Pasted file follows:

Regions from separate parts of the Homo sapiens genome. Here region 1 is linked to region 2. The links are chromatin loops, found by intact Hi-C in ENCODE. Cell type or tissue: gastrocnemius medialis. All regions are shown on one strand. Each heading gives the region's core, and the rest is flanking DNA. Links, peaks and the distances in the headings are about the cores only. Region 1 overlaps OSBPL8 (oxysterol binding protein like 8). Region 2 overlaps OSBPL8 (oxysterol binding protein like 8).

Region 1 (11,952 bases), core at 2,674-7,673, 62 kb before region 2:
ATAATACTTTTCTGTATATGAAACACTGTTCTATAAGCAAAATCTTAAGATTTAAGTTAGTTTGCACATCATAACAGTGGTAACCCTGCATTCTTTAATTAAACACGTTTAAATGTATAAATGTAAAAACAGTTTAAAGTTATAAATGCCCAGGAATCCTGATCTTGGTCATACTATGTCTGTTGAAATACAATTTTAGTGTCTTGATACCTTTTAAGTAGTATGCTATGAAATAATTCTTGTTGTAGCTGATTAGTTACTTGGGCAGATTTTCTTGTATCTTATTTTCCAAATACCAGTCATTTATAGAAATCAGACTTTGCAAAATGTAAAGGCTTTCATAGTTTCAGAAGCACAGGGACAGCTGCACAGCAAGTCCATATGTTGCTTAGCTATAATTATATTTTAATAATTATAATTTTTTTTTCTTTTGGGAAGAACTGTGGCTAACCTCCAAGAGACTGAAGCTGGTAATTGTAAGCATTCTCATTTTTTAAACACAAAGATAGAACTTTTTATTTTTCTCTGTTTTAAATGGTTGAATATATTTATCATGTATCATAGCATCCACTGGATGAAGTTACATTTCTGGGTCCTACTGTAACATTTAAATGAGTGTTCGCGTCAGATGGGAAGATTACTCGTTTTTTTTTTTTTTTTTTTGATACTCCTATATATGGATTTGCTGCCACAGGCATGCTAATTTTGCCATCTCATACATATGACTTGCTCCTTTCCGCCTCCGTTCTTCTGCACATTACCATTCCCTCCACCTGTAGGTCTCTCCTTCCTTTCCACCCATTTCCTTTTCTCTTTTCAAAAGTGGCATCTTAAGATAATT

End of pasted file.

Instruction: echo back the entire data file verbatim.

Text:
Regions from separate parts of the Homo sapiens genome. Here region 1 is linked to region 2. The links are chromatin loops, found by intact Hi-C in ENCODE. Cell type or tissue: gastrocnemius medialis. All regions are shown on one strand. Each heading gives the region's core, and the rest is flanking DNA. Links, peaks and the distances in the headings are about the cores only. Region 1 overlaps OSBPL8 (oxysterol binding protein like 8). Region 2 overlaps OSBPL8 (oxysterol binding protein like 8).

Region 1 (11,952 bases), core at 2,674-7,673, 62 kb before region 2:
ATAATACTTTTCTGTATATGAAACACTGTTCTATAAGCAAAATCTTAAGATTTAAGTTAGTTTGCACATCATAACAGTGGTAACCCTGCATTCTTTAATTAAACACGTTTAAATGTATAAATGTAAAAACAGTTTAAAGTTATAAATGCCCAGGAATCCTGATCTTGGTCATACTATGTCTGTTGAAATACAATTTTAGTGTCTTGATACCTTTTAAGTAGTATGCTATGAAATAATTCTTGTTGTAGCTGATTAGTTACTTGGGCAGATTTTCTTGTATCTTATTTTCCAAATACCAGTCATTTATAGAAATCAGACTTTGCAAAATGTAAAGGCTTTCATAGTTTCAGAAGCACAGGGACAGCTGCACAGCAAGTCCATATGTTGCTTAGCTATAATTATATTTTAATAATTATAATTTTTTTTTCTTTTGGGAAGAACTGTGGCTAACCTCCAAGAGACTGAAGCTGGTAATTGTAAGCATTCTCATTTTTTAAACACAAAGATAGAACTTTTTATTTTTCTCTGTTTTAAATGGTTGAATATATTTATCATGTATCATAGCATCCACTGGATGAAGTTACATTTCTGGGTCCTACTGTAACATTTAAATGAGTGTTCGCGTCAGATGGGAAGATTACTCGTTTTTTTTTTTTTTTTTTTGATACTCCTATATATGGATTTGCTGCCACAGGCATGCTAATTTTGCCATCTCATACATATGACTTGCTCCTTTCCGCCTCCGTTCTTCTGCACATTACCATTCCCTCCACCTGTAGGTCTCTCCTTCCTTTCCACCCATTTCCTTTTCTCTTTTCAAAAGTGGCATCTTAAGATAATT